Customs Takes On TFRs

Well, now we've done it ... The U.S. Customs Service has begun patrolling the restricted airspace around Washington, D.C., in the specially-equipped Citations and Black Hawk helicopters normally used to track down drug runners and smugglers on the border. The first such patrols were to enforce the 30-nm TFR around the Capitol last Tuesday during President Bush's State of the Union Address. There were no violations reported. Government officials said the customs aircraft are better suited to tagging and tracking aircraft than military fighters but AOPA is concerned those on the customs aircraft will have the wrong attitude in dealing with wayward GA pilots. "Customs should not assume that pilots operating domestically are a threat," said AOPA Senior VP Andy Cebula. "Failure to recognize this is going to lead to problems."

Lancair Kits Changes Hands

There's a lot less "Lance" in Lancair's kit division. Founder Lance Niebauer has sold the kit maker to a New Orleans attorney for an undisclosed amount. Niebauer said in a statement that the new company owner, Joseph C. Bartels, has promised to carry on business as usual. Niebauer said the sale keeps his dream alive while allowing him to focus on the reorganization of the Lancair Company, which produces the certified Columbia 300. Since starting the certified aircraft business, Niebauer said he has not given the kit side the attention it deserves. Bartels bought a Lancair IV-P in 1992 and later formed Aero Cool LLC, which makes air conditioners for Lancair IVs. Niebauer said he believes the sale is in the best interests of the company and staff but he won't be far away if he's needed for design and consulting work. "I have no shortage of ideas for the kit company and its future product line ...," he said. The certified company recently received a $55 million capital infusion, allowing it to resume production and fill orders for 173 Columbia 300s.


On The Fly...

Goodrich Corp. will sell its avionics business to L-3 Communications Holdings for $188 million. The sale will close within a couple of months. Goodrich makes aircraft instruments, while L-3 makes intelligence, surveillance and reconnaissance products for military and intelligence agencies...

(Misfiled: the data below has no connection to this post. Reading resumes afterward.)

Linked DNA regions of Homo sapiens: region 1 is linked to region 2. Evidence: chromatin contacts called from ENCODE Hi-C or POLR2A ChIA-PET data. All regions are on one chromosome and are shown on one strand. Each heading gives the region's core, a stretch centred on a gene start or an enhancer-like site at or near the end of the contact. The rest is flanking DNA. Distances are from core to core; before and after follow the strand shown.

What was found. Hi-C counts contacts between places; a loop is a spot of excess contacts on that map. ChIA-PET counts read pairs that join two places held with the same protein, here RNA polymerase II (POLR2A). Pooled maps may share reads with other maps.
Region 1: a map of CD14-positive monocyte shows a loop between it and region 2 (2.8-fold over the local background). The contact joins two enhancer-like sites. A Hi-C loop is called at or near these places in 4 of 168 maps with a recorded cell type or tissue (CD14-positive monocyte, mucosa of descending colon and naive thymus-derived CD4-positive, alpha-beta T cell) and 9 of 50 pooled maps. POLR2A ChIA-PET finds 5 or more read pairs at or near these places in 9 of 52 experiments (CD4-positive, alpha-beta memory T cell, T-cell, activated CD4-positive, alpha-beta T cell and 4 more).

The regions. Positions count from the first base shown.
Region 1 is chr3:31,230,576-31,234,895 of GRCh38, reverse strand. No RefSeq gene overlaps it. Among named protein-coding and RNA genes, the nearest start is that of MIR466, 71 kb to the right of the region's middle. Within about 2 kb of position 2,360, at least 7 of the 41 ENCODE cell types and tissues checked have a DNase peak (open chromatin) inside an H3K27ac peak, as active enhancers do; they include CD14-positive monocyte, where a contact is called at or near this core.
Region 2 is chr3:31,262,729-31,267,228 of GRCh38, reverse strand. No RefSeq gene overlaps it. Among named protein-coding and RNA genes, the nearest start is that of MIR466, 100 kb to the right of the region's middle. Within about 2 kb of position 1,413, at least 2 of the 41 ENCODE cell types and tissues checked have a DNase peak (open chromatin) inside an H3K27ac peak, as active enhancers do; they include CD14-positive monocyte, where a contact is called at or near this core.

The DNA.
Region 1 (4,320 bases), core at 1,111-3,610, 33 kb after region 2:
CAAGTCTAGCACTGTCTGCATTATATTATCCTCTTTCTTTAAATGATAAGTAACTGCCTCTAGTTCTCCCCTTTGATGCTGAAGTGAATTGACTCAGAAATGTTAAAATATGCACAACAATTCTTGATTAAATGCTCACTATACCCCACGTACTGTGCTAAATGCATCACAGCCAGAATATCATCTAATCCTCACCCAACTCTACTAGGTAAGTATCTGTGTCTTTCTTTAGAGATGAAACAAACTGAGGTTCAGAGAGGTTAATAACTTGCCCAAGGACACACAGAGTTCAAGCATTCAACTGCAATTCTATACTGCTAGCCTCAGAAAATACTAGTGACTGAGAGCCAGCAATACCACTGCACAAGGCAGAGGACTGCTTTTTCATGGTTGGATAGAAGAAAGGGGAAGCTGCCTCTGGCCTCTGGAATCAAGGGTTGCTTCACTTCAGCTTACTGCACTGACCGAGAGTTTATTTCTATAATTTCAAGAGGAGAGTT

Jane Garvey, former FAA head, is no longer an unemployment statistic. Garvey has joined APCO Worldwide as its VP in charge of transportation issues. APCO calls itself a "strategic communications" organization specializing in, among other things, government relations, which sounds a lot like lobbying to us. We were never worried about her being able to make the rent...

A Northwest Airlines pilot who jumped the gun, so to speak, by packing a pistol with him in his carry-on has illuminated the issues that will arise when pilots can legally carry guns to the cockpit. The Northwest pilot was arrested, but soon there will be thousands of "federal flight deck officers" allowed to carry guns. The Transportation Security Administration has until Feb. 25 to come up with a plan to train them...

E stands for efficiency in the new Boeing 7E7 as the world's largest aerospace company and soon-to-be second-largest maker of airliners plays catch-up with archrival Airbus. Boeing will go head to head with Airbus's 320 and 330 series with a 200- to 250-passenger, twin-aisle jet that will have a range of up to 9,200 miles. Boeing will start taking orders on the 7E7 in 2004 and hopes to have them in the air by 2008...

EAA AirVenture Museum has announced its 2003 calendar of events. Among the highlights is the Gary Powers U-2 display, Laughter and Tears, an exhibit of art by George Rarey, who was killed flying P-47s in WWII, as well as numerous family and children's events...

If you can't take your own plane to EAA AirVenture this year, airlines are helping ease the pain of flying with them by offering special fares. Most are offering 8- to 10-percent discounts on flights booked well in advance and 5 percent on last-minute purchases. Arrival cities include Appleton, Milwaukee, Chicago and South Bend, Ind.


Short Final...

Sometimes when we are stressed we forget to think before we key the mike. This actually happened after the oil line blew.

N1234: Manchester (N.H.) tower Cherokee 1234 is five miles northwest with a total engine failure.

MHT (Using that standard FAA terminology): What are your intentions?

N1234: I intend to land!

MHT (With that standard terminology again): Roger, how many souls on board?

N1234: No souls, four heathens.

Contributions to Short Final are welcomed at sf@avweb.com.

v1